Dickens, it's said, created the British image of Christmas.
It would be a ridiculous but interesting challenge to name the world's most successful or influential work of fiction, but if it were attempted, this novella would be a strong contender. Crafted with all the brilliant wit and imagery of which Dickens was capable, it chronicles the redemption of an aging skinflint, rendered bitter and cruel by his passion for money, to whom life has become a trudge towards the grave.
Joy and love Ebenezer Scrooge has barred from his life, and for this, as his dead partner's ghost warns him, he is doomed to wander the Earth after death, chained by his hoarded loot. Yet he is to be rescued by the spirit - spirits actually: three of them - that burn hot and bright with forgiveness and hope amid the snow and of this darkest, final month.
Dickens wrote this tale as a protest in 1843, against the even then growing obsession with material wealth, and neglect of life's freely given riches. Tnd today its message is as strong and apt as ever. To me, Christmas has not arrived until I've seen it told yet again in one of its many film adaptations, be it the black & white 1951 version starring Alastair Sim, or one of the later versions in which George C. Scott, Albert Finney, Patrick Stewart and many others have portrayed the old miser. This rich and unashamed snatch at our heartstrings never fails to pluck mine.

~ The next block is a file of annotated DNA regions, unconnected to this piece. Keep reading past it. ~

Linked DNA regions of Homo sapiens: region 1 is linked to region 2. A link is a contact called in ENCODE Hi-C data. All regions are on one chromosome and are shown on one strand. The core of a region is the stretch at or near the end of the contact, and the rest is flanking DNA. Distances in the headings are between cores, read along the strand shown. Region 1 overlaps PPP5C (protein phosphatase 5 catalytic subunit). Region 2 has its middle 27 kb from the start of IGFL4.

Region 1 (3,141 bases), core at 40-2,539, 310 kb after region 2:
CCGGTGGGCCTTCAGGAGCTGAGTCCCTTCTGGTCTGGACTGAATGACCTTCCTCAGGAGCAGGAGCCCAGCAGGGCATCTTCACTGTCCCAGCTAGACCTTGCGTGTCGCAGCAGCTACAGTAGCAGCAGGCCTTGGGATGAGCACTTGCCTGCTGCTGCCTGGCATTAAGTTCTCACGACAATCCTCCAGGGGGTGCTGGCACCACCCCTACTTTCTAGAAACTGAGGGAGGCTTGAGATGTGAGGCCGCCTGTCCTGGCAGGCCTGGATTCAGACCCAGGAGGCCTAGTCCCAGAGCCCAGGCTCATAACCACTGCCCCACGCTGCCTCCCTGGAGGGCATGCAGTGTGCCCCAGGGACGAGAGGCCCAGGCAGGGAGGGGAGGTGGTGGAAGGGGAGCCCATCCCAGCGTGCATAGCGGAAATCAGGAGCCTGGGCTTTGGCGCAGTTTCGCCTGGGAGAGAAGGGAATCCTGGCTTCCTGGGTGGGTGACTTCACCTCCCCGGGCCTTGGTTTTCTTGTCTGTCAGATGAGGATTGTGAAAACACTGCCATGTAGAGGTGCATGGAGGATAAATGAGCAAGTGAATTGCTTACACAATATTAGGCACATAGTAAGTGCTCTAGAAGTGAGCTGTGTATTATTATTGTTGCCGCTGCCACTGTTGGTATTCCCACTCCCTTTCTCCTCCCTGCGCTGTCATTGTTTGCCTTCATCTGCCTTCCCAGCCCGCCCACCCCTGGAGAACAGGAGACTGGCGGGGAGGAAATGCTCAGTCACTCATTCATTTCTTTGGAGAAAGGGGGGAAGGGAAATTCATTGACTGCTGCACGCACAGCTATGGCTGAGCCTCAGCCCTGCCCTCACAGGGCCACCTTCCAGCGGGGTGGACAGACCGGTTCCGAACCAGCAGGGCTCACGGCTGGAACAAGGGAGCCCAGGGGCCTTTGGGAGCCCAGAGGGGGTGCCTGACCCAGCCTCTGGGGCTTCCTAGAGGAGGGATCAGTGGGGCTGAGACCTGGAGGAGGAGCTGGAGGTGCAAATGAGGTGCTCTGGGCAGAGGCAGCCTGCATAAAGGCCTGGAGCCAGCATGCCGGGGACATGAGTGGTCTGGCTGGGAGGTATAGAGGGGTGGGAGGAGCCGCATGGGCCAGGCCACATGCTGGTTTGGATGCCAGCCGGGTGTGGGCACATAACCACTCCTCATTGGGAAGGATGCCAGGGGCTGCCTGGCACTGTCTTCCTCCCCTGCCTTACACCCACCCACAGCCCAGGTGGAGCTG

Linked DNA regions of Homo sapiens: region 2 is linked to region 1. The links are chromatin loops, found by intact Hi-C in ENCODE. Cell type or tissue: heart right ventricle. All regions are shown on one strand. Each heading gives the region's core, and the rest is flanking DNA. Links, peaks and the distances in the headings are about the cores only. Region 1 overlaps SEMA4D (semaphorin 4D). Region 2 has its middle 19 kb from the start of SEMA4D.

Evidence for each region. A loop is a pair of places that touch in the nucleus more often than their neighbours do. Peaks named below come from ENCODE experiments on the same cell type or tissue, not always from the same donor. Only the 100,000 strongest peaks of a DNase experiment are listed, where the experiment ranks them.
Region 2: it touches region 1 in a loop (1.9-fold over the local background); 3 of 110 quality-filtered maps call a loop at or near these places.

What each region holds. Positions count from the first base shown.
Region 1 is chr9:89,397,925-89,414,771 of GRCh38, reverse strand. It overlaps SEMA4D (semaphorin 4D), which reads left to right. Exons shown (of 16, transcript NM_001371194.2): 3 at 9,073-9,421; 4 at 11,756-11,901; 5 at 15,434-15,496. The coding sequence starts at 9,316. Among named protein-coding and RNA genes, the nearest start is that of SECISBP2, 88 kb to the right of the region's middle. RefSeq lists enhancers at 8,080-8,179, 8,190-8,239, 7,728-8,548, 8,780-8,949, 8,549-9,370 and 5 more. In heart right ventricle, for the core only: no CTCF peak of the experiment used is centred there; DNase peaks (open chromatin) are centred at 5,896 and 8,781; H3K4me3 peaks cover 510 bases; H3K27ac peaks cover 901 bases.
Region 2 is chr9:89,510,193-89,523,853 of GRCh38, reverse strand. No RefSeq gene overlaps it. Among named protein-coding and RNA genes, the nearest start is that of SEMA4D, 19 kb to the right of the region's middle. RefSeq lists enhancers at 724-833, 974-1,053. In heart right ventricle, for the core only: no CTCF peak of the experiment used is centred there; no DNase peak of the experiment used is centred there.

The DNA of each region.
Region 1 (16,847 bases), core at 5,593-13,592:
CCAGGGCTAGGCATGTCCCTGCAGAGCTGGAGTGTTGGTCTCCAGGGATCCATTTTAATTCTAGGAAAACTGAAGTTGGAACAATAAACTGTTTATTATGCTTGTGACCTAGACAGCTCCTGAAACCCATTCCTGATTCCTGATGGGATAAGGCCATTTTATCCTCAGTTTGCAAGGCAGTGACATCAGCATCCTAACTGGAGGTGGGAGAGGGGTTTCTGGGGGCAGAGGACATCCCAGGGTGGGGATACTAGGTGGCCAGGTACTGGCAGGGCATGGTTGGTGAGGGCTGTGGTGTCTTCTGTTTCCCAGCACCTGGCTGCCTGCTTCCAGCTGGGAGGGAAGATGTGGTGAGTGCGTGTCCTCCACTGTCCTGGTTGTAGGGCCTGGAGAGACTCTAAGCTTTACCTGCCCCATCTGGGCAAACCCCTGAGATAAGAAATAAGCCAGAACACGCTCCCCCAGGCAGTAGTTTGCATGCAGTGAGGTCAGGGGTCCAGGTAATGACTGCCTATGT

Graham Worthington, Author, Wake of the Raven